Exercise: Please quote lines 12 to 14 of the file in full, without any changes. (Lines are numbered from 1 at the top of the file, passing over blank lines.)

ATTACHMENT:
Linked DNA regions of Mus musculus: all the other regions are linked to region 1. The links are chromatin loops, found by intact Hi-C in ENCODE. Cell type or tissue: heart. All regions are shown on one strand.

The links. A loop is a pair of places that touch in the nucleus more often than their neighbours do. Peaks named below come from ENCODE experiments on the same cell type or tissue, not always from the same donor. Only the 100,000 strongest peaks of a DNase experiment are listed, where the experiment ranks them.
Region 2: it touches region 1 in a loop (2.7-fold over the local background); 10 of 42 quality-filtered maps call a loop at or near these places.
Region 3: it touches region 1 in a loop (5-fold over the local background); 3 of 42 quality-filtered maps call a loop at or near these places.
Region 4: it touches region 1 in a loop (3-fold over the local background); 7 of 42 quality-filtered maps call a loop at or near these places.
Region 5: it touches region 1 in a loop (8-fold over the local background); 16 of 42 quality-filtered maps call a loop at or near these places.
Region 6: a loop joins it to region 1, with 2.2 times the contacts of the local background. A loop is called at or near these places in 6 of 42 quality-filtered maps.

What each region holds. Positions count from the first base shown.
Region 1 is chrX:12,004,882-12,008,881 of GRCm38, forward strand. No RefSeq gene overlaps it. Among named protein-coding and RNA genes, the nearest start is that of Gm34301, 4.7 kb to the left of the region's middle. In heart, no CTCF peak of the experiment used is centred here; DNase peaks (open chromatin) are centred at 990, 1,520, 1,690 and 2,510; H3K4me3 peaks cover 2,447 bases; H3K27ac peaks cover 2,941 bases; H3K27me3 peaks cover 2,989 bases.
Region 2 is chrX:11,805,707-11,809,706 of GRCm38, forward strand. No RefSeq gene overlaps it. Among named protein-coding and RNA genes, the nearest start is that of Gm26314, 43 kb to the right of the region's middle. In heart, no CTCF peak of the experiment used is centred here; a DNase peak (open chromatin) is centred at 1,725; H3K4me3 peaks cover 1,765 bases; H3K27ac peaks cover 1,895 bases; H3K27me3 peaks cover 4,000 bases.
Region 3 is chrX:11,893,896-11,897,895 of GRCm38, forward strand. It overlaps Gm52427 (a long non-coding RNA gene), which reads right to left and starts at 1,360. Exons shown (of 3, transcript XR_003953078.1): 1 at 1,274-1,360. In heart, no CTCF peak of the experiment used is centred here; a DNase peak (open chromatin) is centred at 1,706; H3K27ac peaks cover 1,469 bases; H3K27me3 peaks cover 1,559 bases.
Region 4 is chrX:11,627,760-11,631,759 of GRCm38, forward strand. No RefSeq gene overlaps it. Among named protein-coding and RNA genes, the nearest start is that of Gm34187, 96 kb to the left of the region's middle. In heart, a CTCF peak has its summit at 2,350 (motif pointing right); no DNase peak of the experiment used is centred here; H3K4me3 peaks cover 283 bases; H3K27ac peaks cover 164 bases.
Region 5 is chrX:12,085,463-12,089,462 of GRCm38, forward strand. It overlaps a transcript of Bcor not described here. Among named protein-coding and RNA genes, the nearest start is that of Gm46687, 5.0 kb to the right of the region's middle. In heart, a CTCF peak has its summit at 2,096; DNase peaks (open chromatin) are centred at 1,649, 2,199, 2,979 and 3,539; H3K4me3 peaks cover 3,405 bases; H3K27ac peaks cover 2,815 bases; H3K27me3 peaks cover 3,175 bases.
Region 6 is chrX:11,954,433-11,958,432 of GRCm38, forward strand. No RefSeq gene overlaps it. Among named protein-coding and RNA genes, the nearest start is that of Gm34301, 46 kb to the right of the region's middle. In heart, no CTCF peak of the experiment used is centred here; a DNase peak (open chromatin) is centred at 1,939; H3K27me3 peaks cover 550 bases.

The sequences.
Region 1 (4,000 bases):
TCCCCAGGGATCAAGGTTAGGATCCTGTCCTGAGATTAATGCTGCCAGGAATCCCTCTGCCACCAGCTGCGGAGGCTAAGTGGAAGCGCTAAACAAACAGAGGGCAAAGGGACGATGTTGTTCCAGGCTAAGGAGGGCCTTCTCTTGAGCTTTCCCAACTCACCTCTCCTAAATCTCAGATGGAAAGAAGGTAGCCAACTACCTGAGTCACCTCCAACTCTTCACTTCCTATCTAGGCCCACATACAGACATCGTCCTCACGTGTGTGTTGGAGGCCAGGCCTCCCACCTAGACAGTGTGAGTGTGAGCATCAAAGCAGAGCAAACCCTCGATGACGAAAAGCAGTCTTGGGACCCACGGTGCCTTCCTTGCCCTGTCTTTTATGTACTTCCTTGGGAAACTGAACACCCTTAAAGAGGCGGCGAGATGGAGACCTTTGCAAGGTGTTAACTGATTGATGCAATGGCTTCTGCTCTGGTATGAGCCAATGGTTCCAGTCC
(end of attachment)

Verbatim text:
Region 4 is chrX:11,627,760-11,631,759 of GRCm38, forward strand. No RefSeq gene overlaps it. Among named protein-coding and RNA genes, the nearest start is that of Gm34187, 96 kb to the left of the region's middle. In heart, a CTCF peak has its summit at 2,350 (motif pointing right); no DNase peak of the experiment used is centred here; H3K4me3 peaks cover 283 bases; H3K27ac peaks cover 164 bases.
Region 5 is chrX:12,085,463-12,089,462 of GRCm38, forward strand. It overlaps a transcript of Bcor not described here. Among named protein-coding and RNA genes, the nearest start is that of Gm46687, 5.0 kb to the right of the region's middle. In heart, a CTCF peak has its summit at 2,096; DNase peaks (open chromatin) are centred at 1,649, 2,199, 2,979 and 3,539; H3K4me3 peaks cover 3,405 bases; H3K27ac peaks cover 2,815 bases; H3K27me3 peaks cover 3,175 bases.
Region 6 is chrX:11,954,433-11,958,432 of GRCm38, forward strand. No RefSeq gene overlaps it. Among named protein-coding and RNA genes, the nearest start is that of Gm34301, 46 kb to the right of the region's middle. In heart, no CTCF peak of the experiment used is centred here; a DNase peak (open chromatin) is centred at 1,939; H3K27me3 peaks cover 550 bases.